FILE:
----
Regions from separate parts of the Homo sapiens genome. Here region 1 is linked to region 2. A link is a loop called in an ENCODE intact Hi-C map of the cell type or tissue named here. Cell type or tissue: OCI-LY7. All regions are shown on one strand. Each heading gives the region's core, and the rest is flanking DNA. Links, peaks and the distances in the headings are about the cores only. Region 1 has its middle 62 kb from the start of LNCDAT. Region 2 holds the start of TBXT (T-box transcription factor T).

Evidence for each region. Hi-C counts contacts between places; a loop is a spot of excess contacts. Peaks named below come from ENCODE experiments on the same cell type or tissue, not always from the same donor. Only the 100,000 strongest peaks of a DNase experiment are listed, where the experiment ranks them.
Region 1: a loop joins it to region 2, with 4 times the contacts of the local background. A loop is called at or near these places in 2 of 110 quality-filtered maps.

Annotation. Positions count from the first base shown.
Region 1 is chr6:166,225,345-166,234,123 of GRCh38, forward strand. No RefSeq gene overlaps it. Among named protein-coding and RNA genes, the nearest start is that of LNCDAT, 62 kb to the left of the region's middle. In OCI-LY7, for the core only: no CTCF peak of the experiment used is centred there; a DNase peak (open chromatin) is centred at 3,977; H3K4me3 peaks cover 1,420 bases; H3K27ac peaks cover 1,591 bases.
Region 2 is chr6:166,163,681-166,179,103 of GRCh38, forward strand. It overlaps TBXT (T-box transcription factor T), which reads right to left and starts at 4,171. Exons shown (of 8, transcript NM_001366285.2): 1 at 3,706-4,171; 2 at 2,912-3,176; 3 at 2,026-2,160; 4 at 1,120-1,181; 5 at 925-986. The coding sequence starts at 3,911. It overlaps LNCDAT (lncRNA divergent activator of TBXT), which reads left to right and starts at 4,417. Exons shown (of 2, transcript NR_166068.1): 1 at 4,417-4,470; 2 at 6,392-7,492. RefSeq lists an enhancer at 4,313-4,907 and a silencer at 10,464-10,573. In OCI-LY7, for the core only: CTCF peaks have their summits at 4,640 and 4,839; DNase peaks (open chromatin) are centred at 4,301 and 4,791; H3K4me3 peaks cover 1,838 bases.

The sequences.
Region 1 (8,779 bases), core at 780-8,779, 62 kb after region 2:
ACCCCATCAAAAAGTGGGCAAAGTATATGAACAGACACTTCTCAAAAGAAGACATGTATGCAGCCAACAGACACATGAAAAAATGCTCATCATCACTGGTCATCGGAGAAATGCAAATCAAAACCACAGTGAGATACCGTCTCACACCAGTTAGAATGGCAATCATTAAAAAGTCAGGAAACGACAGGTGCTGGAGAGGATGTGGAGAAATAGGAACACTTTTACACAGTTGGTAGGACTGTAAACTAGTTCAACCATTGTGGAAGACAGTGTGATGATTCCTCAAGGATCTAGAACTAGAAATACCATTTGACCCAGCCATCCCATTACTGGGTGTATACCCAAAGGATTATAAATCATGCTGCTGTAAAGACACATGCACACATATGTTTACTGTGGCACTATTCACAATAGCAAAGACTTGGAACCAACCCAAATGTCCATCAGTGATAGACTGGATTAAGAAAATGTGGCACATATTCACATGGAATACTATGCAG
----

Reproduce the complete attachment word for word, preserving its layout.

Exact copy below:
Regions from separate parts of the Homo sapiens genome. Here region 1 is linked to region 2. A link is a loop called in an ENCODE intact Hi-C map of the cell type or tissue named here. Cell type or tissue: OCI-LY7. All regions are shown on one strand. Each heading gives the region's core, and the rest is flanking DNA. Links, peaks and the distances in the headings are about the cores only. Region 1 has its middle 62 kb from the start of LNCDAT. Region 2 holds the start of TBXT (T-box transcription factor T).

Evidence for each region. Hi-C counts contacts between places; a loop is a spot of excess contacts. Peaks named below come from ENCODE experiments on the same cell type or tissue, not always from the same donor. Only the 100,000 strongest peaks of a DNase experiment are listed, where the experiment ranks them.
Region 1: a loop joins it to region 2, with 4 times the contacts of the local background. A loop is called at or near these places in 2 of 110 quality-filtered maps.

Annotation. Positions count from the first base shown.
Region 1 is chr6:166,225,345-166,234,123 of GRCh38, forward strand. No RefSeq gene overlaps it. Among named protein-coding and RNA genes, the nearest start is that of LNCDAT, 62 kb to the left of the region's middle. In OCI-LY7, for the core only: no CTCF peak of the experiment used is centred there; a DNase peak (open chromatin) is centred at 3,977; H3K4me3 peaks cover 1,420 bases; H3K27ac peaks cover 1,591 bases.
Region 2 is chr6:166,163,681-166,179,103 of GRCh38, forward strand. It overlaps TBXT (T-box transcription factor T), which reads right to left and starts at 4,171. Exons shown (of 8, transcript NM_001366285.2): 1 at 3,706-4,171; 2 at 2,912-3,176; 3 at 2,026-2,160; 4 at 1,120-1,181; 5 at 925-986. The coding sequence starts at 3,911. It overlaps LNCDAT (lncRNA divergent activator of TBXT), which reads left to right and starts at 4,417. Exons shown (of 2, transcript NR_166068.1): 1 at 4,417-4,470; 2 at 6,392-7,492. RefSeq lists an enhancer at 4,313-4,907 and a silencer at 10,464-10,573. In OCI-LY7, for the core only: CTCF peaks have their summits at 4,640 and 4,839; DNase peaks (open chromatin) are centred at 4,301 and 4,791; H3K4me3 peaks cover 1,838 bases.

The sequences.
Region 1 (8,779 bases), core at 780-8,779, 62 kb after region 2:
ACCCCATCAAAAAGTGGGCAAAGTATATGAACAGACACTTCTCAAAAGAAGACATGTATGCAGCCAACAGACACATGAAAAAATGCTCATCATCACTGGTCATCGGAGAAATGCAAATCAAAACCACAGTGAGATACCGTCTCACACCAGTTAGAATGGCAATCATTAAAAAGTCAGGAAACGACAGGTGCTGGAGAGGATGTGGAGAAATAGGAACACTTTTACACAGTTGGTAGGACTGTAAACTAGTTCAACCATTGTGGAAGACAGTGTGATGATTCCTCAAGGATCTAGAACTAGAAATACCATTTGACCCAGCCATCCCATTACTGGGTGTATACCCAAAGGATTATAAATCATGCTGCTGTAAAGACACATGCACACATATGTTTACTGTGGCACTATTCACAATAGCAAAGACTTGGAACCAACCCAAATGTCCATCAGTGATAGACTGGATTAAGAAAATGTGGCACATATTCACATGGAATACTATGCAG